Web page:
Per the request of some special people, these are more pictures for your viewing pleasure. Above is the view of my house from the end of the driveway inside the large metal gate. The car belongs to the lady who lives with me (whose parents own the home). Note the large apartment building being built directly behind it. It may be hard to see, but just behind the door of the house is Shadow, my terrier mix friend who is - you guessed it - black. He's here with me now, in my room because he is super afraid when nobody's home (lots of scratching and barking). He's also deaf, which makes for a challenging situation with a dog who is barking. He says hi to you all (he's looking at me right now).
Above is a great example of an unfortunate form of artistry that's seen all over the city: graffiti. I don't think I've seen one city block without it. What you see above is a normal street in La Paz in a neighborhood that's known to be "middle class". Most of the day, the stores have open doors (I think I took this before 8am). Also note the low hanging electricity wires. (Apparently there is a tourist bus that's double decker where you have to duck at times to dodge the cables.) Low hanging wires remind me of one fun fact that I haven't shared yet: I am taller than half of the people that live here. Yes, that's right. All 5 feet, 3 inches of me is just the right height in La Paz, Bolivia.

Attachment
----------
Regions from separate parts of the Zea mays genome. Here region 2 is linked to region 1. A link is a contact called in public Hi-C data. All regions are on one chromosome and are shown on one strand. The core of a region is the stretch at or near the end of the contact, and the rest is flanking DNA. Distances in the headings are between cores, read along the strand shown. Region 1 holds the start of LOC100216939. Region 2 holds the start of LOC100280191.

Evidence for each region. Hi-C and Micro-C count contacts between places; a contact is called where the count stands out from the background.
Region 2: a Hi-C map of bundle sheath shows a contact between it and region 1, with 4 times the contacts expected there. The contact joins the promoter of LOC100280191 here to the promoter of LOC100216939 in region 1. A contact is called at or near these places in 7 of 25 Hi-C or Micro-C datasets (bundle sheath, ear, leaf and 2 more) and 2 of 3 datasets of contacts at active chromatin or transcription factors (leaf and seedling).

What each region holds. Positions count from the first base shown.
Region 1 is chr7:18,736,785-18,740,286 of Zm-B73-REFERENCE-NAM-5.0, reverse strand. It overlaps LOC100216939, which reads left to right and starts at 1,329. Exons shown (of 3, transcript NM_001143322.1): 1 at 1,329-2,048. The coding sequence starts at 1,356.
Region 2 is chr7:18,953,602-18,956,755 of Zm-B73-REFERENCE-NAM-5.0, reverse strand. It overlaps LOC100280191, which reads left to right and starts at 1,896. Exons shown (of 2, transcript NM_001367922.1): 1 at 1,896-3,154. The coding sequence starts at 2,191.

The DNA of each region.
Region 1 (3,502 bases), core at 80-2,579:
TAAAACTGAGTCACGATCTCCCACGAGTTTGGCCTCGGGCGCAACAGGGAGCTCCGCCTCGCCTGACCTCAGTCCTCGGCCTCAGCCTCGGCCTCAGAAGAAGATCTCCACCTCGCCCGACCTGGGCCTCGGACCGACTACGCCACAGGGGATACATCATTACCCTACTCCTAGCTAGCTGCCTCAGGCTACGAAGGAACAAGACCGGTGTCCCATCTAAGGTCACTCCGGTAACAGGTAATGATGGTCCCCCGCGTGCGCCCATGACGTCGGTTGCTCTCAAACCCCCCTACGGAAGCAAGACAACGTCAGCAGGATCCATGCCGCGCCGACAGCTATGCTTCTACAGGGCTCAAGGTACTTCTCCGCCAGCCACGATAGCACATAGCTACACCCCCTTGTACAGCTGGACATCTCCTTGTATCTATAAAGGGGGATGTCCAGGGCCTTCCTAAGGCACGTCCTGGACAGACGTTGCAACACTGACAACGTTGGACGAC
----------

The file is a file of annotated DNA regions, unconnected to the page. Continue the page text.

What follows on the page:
Above is another view of the city from a community called La Bitana in the main part of the city. Note the mountains in the distance. The views here are amazing. Just today I noticed for the first time a snow-capped mountain in the distance which was outstanding!
An interesting sign (of course with graffiti) that I found walking the street today during the "Walk of the Cross" which is a Good Friday tradition in Bolivia. The sign must be from years ago...? It says "Tuberculosis is cured...with directly observed treatment by the health [department]". Also see behind the sign that the mountains appear to be dirt and not rock. This apparently is true, making mudslides a common occurrence during the rainy season.
Bolivians looking down to the street from their apartments. Most families have little to give, but lots of love to share.